Thread-locking fluid is a thixotropic adhesive that cures anaerobically.

Thixotropy has been proposed as a scientific explanation of blood liquefaction miracles such as that of Saint Januarius in Naples. [2]

Other examples of thixotropic fluids are gelatine, shortening, cream, xanthan gum solutions, aqueous iron oxide gels, pectin gels, hydrogenated castor oil, carbon black suspension in molten tire rubber, many floc suspensions, and many colloidal suspensions.

Rheopectic fluids

Basically the mirror of thixotropy, rheopectic fluids are an even rarer class of non-Newtonian fluids that exhibit a time-dependent increase in viscosity; they thicken or solidify when shaken or agitated. The longer they undergo a shearing force, the higher their viscosity becomes, [3] as the microstructure of a rheopectic fluid builds under continuous shearing (possibly due to shear-induced crystallization).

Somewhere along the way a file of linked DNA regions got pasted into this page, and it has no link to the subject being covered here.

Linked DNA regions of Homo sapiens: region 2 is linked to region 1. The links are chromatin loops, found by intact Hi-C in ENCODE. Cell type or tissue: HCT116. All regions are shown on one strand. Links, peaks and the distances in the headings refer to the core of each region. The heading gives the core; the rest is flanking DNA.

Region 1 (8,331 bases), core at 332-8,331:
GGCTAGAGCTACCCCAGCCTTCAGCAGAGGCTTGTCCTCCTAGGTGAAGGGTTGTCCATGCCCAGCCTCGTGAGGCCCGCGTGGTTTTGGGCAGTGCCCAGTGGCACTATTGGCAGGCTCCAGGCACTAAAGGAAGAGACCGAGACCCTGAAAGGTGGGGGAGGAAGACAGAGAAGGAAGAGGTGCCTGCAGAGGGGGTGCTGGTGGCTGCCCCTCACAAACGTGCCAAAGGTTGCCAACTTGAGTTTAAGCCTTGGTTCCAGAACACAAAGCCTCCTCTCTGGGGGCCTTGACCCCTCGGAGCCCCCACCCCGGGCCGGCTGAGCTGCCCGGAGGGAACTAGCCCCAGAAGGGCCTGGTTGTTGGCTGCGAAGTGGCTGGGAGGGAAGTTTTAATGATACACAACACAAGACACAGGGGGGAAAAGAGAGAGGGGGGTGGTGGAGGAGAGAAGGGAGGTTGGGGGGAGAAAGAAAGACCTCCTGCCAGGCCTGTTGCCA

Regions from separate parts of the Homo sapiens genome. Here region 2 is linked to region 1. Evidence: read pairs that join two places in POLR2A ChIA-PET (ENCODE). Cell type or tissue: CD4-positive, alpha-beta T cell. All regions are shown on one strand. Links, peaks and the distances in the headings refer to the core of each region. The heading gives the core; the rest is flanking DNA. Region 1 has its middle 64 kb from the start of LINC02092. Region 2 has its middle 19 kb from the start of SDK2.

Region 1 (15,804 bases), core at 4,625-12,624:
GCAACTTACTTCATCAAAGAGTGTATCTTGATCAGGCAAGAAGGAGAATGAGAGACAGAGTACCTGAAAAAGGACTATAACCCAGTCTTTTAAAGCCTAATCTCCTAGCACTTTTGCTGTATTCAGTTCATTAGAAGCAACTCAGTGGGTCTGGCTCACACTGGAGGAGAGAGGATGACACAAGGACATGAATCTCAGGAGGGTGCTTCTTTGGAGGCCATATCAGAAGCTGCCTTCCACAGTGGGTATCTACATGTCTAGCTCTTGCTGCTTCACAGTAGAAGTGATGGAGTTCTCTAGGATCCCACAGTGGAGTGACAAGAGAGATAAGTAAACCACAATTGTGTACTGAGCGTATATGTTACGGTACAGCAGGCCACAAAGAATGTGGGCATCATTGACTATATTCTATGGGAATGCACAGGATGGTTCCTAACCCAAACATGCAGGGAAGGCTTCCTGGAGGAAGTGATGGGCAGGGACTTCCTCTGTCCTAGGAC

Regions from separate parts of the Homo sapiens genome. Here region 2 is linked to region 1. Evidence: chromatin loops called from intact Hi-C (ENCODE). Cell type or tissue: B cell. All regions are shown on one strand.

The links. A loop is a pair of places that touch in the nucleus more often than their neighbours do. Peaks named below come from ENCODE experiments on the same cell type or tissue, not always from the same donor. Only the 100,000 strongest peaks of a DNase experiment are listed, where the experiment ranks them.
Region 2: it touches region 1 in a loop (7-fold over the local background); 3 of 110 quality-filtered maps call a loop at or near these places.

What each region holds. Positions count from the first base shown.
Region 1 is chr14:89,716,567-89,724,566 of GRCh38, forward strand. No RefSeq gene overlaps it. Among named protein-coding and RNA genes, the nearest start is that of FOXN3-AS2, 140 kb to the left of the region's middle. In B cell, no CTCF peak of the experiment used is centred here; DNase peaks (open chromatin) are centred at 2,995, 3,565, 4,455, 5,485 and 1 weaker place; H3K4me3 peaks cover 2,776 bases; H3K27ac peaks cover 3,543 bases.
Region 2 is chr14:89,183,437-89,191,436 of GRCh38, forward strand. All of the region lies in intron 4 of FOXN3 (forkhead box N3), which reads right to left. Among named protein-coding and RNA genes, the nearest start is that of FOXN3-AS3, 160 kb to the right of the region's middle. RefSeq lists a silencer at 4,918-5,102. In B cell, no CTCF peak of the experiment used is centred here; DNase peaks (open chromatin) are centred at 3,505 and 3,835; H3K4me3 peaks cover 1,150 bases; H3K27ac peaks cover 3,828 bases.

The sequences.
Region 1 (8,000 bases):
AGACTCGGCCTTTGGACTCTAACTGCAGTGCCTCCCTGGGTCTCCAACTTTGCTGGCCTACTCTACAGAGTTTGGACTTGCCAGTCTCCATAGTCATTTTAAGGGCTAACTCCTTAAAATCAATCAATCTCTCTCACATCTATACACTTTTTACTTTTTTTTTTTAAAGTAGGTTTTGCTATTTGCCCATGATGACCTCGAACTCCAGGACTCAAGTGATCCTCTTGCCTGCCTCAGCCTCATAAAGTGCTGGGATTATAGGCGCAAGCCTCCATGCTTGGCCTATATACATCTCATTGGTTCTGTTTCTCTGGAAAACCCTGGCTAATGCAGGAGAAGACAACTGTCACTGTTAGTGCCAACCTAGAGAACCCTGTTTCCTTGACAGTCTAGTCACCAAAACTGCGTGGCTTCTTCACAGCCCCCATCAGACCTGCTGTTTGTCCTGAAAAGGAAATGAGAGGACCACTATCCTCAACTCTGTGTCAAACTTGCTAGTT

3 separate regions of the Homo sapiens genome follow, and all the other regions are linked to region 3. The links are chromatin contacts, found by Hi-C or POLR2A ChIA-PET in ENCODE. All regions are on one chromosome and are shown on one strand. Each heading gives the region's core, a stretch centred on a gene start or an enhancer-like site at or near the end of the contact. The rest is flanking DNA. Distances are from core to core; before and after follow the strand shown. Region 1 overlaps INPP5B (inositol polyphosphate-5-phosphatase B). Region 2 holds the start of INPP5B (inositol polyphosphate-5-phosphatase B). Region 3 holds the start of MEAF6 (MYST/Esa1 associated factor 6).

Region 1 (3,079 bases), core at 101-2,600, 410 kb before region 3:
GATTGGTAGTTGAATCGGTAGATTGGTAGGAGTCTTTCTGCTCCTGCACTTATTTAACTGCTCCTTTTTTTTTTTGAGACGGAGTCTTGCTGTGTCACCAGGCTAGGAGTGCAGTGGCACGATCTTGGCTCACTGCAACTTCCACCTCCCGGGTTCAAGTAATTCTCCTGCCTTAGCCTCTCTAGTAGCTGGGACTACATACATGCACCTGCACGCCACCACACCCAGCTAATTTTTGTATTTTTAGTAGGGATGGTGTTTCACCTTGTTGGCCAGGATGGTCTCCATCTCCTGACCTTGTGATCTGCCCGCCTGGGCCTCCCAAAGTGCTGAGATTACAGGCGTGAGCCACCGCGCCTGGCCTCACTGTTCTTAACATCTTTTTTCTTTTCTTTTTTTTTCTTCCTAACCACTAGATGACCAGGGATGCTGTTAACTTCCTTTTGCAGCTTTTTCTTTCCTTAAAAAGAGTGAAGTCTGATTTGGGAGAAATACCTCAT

Examples and Applications

Examples of rheopectic fluids include some gypsum pastes, printer inks, and lubricants.

There is also aggressive ongoing research into rheopectic materials especially with regard to potential uses in shock absorption. In addition to obvious potential military applications, rheopectic padding and armor could offer significant advantages over alternative materials currently in use in a wide range of fields from sporting goods and athletic footwear to skydiving and automobile safety.

Additional insights into rheopecty and the possible uses of rheopectic fluids can be gained through further research into the physics of hysteresis. [4]